Sunday, 23 November 2008

Of black sheep and black swans

The credit crisis is spreading more and more. Banks will tumble over without governmental support, companies like General Motors and Toyota have to layoff people because they are not selling enough new cars and pension funds have to apply serious cutbacks in order to keep a healthy balance between assets and liabilities. It has become commonly accepted that the cause of the credit crisis lies in the introduction of complex financial product that have been constructed in the backrooms of banks by financial mathematicians and econometricians. So it is all to blame on math? Math has become a black sheep, a scapegoat to blame the credit crisis on. But math doesn’t introduce new financial products, it is the bankers themselves. Moreover it was not the math that caused the prices of houses to drop, causing the sub prime mortgages to default. Bankers didn’t anticipate on a significant drop in real estate prices, a rare but disastrous event. They didn’t (want to) see that black swan.

Math is the mother of many sciences, it is very important in our profession, also in the financial markets. I have spent several years in applying math in modelling financial products in optimisation models for pension funds and insurers. Aim of the models was to analyse strategies in funding and investments against the uncertain future. In most cases Monte Carlo simulation was used, to generate as many as possible future scenarios and find the most robust investment and funding strategy. Math gives you the possibility to describe a financial product in a handy, accurate, objective and quantitative way, giving insight it its behaviour under different economic circumstances. Key is of course to think of the circumstances you want to analyse, as in any optimisation project. This requires an open mind, not one pre-occupied with making money.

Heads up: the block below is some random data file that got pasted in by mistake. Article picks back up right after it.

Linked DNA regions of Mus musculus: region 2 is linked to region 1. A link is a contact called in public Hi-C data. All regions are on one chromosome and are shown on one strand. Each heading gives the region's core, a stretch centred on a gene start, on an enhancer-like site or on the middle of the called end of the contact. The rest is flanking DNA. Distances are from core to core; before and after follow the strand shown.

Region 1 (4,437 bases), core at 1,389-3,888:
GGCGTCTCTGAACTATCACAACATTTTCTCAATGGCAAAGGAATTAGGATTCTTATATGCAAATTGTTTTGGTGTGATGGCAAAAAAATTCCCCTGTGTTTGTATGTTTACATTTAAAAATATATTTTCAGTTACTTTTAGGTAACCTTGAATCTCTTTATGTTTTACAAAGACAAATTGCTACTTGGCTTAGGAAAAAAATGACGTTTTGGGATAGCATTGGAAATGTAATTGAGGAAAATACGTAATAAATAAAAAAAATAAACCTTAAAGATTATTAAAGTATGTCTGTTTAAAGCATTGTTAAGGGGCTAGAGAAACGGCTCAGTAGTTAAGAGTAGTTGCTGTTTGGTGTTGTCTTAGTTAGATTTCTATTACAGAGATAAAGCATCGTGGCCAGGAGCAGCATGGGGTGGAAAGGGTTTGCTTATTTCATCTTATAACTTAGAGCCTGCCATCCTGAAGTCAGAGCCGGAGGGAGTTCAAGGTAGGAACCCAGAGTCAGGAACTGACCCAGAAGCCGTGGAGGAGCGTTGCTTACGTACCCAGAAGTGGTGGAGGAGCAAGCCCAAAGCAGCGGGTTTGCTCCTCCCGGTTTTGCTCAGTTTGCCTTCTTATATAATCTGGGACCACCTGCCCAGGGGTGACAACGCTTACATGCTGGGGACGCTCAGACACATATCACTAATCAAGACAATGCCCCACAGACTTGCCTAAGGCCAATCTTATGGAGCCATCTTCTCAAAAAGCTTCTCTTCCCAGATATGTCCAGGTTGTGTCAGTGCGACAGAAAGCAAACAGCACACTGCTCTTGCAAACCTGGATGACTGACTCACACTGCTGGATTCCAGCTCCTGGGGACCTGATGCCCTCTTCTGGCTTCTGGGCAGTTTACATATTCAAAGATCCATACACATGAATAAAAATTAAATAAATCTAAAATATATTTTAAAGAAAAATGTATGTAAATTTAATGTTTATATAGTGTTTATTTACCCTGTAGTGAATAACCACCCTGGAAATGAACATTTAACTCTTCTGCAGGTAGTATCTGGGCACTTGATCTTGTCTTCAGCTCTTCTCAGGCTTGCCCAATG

The core of the credit crisis lies in supplying mortgages to families that normally wouldn’t get one. By adjusting the conditions of a mortgage (introducing the sub prime mortgage), banks in the US created a possibility to increase the number of mortgages sold. When the family no longer could fulfil the payments on the mortgage, the banks would simply sell the house. In selling the house they expected to make a profit, because of ever increasing prices of real estate. There is no math involved in that process, just a focus on making money, whatever you may think of that. To even more increase revenues (and profit) derivatives were created to split up the sub prime mortgage portfolios, selling it to other banks and investors, spreading the risk across the world. This created a setting compared to Domino day. Again no math involved here, the only driver here is money.

The first domino’s started to tumble when banks in the US were only able to sell the real estate of defaulted sub prime mortgages with substantial losses. A situation that was impossible according to the bankers. This is a typical example of a black swan as has been described by Nassim Nicholas Taleb. As he states: “Banks hire dull people and train them to be even more dull. If they look conservative, it's only because their loans go bust on rare, very rare occasions. But (...) bankers are not conservative at all. They are just phenomenally skilled at self-deception by burying the possibility of a large, devastating loss under the rug”

So it is wrong to blame math for the credit crisis. Math is a powerful tool that supports us in many ways. It helps us in optimising logistic chains, schedule manpower, build telecom networks, search Mars for water, organise humanitarian support and much more. When the bankers had used it in a proper way, maybe they would have been able to identify the risks involved when introducing sub prime mortgages.

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